Re-branding is simple, right? Slap together a new logo, and you’re off to the races. Or…not. We recently went through a re-branding, and while the specifics are different for a race than for a technology company, there are some takeaways from our process events can relate to.
Step 1: Who are we?
We worked with a consultant, Peter Abraham, to guide our initial brainstorming process and gathered a group of employees who have some toes in marketing. Momentum can dictate the trajectory of a brand, and the goal of this session was to step back and evaluate what our company values and what we have to offer. We started with a status assessment:
- Identify our customers and their needs
- Evaluate trends in the industry and in technology
- Study communications and data to determine the view of us in the industry
- Collect visual assets currently in use
At the end of 3 days of discussion and debate, we came away with:
- Our mission statement. A short sentence distilling our purpose. Every action we take as a company ties back to our mission.
Our boilerplate. A paragraph-length explanation of who we are for press releases, etc.
- Our elevator pitch. The boilerplate distilled into two sentences.
- A value proposition. A further refined, one-sentence explanation of what we bring to the market).
- Our Core Values. The five tenets that guide how we operate our company internally and externally.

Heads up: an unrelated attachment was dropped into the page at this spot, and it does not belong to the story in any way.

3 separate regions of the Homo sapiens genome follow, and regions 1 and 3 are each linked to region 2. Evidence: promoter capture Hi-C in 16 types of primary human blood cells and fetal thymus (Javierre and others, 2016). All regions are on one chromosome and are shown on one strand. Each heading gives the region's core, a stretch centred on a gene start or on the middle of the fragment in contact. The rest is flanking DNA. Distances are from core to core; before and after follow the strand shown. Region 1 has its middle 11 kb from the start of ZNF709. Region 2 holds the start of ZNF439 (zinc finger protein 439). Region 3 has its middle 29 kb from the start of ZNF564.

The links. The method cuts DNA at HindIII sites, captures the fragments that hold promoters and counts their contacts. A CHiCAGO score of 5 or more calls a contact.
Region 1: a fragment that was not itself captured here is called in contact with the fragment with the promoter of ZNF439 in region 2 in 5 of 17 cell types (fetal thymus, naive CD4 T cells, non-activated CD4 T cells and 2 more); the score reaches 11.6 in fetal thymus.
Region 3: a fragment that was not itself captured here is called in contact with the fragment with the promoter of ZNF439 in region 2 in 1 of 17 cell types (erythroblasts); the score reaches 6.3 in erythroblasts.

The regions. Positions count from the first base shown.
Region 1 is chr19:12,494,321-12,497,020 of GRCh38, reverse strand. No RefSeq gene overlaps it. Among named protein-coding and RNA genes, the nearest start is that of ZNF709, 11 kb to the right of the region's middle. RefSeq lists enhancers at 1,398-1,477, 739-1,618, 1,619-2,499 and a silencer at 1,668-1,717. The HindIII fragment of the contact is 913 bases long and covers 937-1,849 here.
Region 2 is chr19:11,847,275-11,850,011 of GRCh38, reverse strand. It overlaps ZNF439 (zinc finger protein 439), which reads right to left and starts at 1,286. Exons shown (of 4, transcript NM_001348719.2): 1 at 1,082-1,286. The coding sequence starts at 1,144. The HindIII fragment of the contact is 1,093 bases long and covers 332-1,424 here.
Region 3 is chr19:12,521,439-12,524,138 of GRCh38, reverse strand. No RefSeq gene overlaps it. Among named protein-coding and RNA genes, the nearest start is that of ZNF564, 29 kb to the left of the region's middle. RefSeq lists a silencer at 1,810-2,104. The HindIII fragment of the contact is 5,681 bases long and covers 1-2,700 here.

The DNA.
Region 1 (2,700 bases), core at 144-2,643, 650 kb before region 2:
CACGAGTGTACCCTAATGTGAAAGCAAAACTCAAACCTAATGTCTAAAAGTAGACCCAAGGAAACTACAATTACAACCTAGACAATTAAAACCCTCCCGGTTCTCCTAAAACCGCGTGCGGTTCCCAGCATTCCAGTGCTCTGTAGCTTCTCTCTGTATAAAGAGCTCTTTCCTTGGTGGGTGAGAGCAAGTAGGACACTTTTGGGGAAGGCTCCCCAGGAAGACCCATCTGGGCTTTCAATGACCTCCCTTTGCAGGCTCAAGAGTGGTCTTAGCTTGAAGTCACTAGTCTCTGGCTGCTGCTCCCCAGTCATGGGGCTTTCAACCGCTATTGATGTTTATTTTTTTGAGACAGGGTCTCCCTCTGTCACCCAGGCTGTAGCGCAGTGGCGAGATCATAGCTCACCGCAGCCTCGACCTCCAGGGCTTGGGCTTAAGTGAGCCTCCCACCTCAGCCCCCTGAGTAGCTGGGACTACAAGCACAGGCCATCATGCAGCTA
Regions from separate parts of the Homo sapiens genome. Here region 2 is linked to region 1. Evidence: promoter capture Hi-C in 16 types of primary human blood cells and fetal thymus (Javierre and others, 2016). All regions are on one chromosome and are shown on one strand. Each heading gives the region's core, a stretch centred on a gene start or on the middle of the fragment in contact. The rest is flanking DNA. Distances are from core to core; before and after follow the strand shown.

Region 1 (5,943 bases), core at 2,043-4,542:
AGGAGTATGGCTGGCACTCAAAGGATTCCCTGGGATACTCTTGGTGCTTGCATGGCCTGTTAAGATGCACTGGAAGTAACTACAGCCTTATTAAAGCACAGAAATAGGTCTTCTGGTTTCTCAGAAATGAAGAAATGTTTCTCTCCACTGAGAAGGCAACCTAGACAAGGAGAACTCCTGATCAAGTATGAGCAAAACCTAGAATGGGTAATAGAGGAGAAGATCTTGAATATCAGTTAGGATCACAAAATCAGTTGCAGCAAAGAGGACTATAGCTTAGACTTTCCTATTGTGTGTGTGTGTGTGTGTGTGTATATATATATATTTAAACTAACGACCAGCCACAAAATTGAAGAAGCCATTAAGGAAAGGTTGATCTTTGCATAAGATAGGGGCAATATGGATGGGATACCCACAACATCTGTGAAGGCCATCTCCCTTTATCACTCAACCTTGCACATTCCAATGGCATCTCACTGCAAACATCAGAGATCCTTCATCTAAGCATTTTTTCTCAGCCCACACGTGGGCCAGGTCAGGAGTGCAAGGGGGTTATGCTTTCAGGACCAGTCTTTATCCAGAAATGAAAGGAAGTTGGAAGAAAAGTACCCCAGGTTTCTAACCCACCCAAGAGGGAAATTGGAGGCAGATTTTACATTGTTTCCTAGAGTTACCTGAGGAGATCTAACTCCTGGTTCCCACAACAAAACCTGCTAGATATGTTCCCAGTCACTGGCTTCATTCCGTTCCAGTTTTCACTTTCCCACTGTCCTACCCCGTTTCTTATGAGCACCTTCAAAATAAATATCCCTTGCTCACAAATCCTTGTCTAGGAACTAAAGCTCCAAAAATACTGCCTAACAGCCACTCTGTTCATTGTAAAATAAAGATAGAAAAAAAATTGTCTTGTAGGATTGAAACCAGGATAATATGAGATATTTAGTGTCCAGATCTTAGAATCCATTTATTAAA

- Image Direction. A very rough sketch of how to visually represent the words above.
Step 2: Create Your Look
After the meeting, Meredith (one of our UX designers who also moonlights the lead on our visual brand) took over. The first assets she focused on:
- Logo. We wanted to design a fresh new logo that would evoke a sense of playfulness and simplicity. We decided that the color pink and a circle shape felt fun and modern; it also stands out when used as a profile icon or when layered over an image. Using a sans-serif font that has artfully rounded letters and stacked words felt visually balanced and clean.
- Colors. While we still love orange and blue, we wanted to expand our color palette to better organize our suite of products and represent the robustness of our technology. The addition of bright, yet gentle hues of pink, purple, and green (with orange and blue of course) affords us greater flexibility.
- Fonts. Prior to the re-brand, we deviated from the widespread use of Open Sans font families and settled on Roboto exclusively on our dashboard. For the re-brand, we opted to stick with Roboto for body copy and sought a substantial, bold headline font for our website and marketing materials. We ultimately went with Montserrat Black and are very pleased with the outcome.
- Photography. We wanted race and event photography that better captured the excitement and scale of endurance events and contacted the photographers for customers RaceDay Events and Vacation Races and asked them to search their archives. We collected our favorite images with a special preference for photos with lots of negative space, interesting lighting, and ones that were taken with a long lens. These photos reinforce our messaging and convey the epic nature of races and endurance events.